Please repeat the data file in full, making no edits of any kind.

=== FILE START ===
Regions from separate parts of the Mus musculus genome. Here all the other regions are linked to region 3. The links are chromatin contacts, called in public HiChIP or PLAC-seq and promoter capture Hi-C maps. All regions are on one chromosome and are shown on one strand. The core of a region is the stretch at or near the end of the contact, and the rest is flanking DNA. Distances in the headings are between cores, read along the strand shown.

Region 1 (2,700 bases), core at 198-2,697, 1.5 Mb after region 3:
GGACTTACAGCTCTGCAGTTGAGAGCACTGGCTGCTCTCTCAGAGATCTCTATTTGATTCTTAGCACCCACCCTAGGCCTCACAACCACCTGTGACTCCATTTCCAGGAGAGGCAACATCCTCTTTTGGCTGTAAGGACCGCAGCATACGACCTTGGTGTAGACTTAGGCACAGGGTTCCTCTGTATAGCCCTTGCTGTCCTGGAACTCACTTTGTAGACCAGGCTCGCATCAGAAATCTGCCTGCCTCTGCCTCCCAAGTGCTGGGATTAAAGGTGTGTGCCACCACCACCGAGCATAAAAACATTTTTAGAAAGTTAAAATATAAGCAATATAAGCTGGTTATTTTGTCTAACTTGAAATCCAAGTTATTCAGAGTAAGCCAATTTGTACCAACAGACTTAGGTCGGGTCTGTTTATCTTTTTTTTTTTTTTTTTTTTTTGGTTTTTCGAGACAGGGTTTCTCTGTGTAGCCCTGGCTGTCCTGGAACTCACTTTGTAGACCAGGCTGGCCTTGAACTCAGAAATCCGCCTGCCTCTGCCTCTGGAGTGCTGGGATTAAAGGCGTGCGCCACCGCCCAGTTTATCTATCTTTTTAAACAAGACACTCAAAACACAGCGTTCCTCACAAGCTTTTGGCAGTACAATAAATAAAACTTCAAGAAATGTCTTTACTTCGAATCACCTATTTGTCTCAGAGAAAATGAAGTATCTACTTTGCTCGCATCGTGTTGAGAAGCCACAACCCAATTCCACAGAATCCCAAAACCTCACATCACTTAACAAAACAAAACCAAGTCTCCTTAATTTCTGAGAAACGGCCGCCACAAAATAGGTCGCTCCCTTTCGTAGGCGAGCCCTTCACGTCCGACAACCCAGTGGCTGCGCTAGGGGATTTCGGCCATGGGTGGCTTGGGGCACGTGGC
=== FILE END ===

Regions from separate parts of the Mus musculus genome. Here all the other regions are linked to region 3. The links are chromatin contacts, called in public HiChIP or PLAC-seq and promoter capture Hi-C maps. All regions are on one chromosome and are shown on one strand. The core of a region is the stretch at or near the end of the contact, and the rest is flanking DNA. Distances in the headings are between cores, read along the strand shown.

Region 1 (2,700 bases), core at 198-2,697, 1.5 Mb after region 3:
GGACTTACAGCTCTGCAGTTGAGAGCACTGGCTGCTCTCTCAGAGATCTCTATTTGATTCTTAGCACCCACCCTAGGCCTCACAACCACCTGTGACTCCATTTCCAGGAGAGGCAACATCCTCTTTTGGCTGTAAGGACCGCAGCATACGACCTTGGTGTAGACTTAGGCACAGGGTTCCTCTGTATAGCCCTTGCTGTCCTGGAACTCACTTTGTAGACCAGGCTCGCATCAGAAATCTGCCTGCCTCTGCCTCCCAAGTGCTGGGATTAAAGGTGTGTGCCACCACCACCGAGCATAAAAACATTTTTAGAAAGTTAAAATATAAGCAATATAAGCTGGTTATTTTGTCTAACTTGAAATCCAAGTTATTCAGAGTAAGCCAATTTGTACCAACAGACTTAGGTCGGGTCTGTTTATCTTTTTTTTTTTTTTTTTTTTTTGGTTTTTCGAGACAGGGTTTCTCTGTGTAGCCCTGGCTGTCCTGGAACTCACTTTGTAGACCAGGCTGGCCTTGAACTCAGAAATCCGCCTGCCTCTGCCTCTGGAGTGCTGGGATTAAAGGCGTGCGCCACCGCCCAGTTTATCTATCTTTTTAAACAAGACACTCAAAACACAGCGTTCCTCACAAGCTTTTGGCAGTACAATAAATAAAACTTCAAGAAATGTCTTTACTTCGAATCACCTATTTGTCTCAGAGAAAATGAAGTATCTACTTTGCTCGCATCGTGTTGAGAAGCCACAACCCAATTCCACAGAATCCCAAAACCTCACATCACTTAACAAAACAAAACCAAGTCTCCTTAATTTCTGAGAAACGGCCGCCACAAAATAGGTCGCTCCCTTTCGTAGGCGAGCCCTTCACGTCCGACAACCCAGTGGCTGCGCTAGGGGATTTCGGCCATGGGTGGCTTGGGGCACGTGGC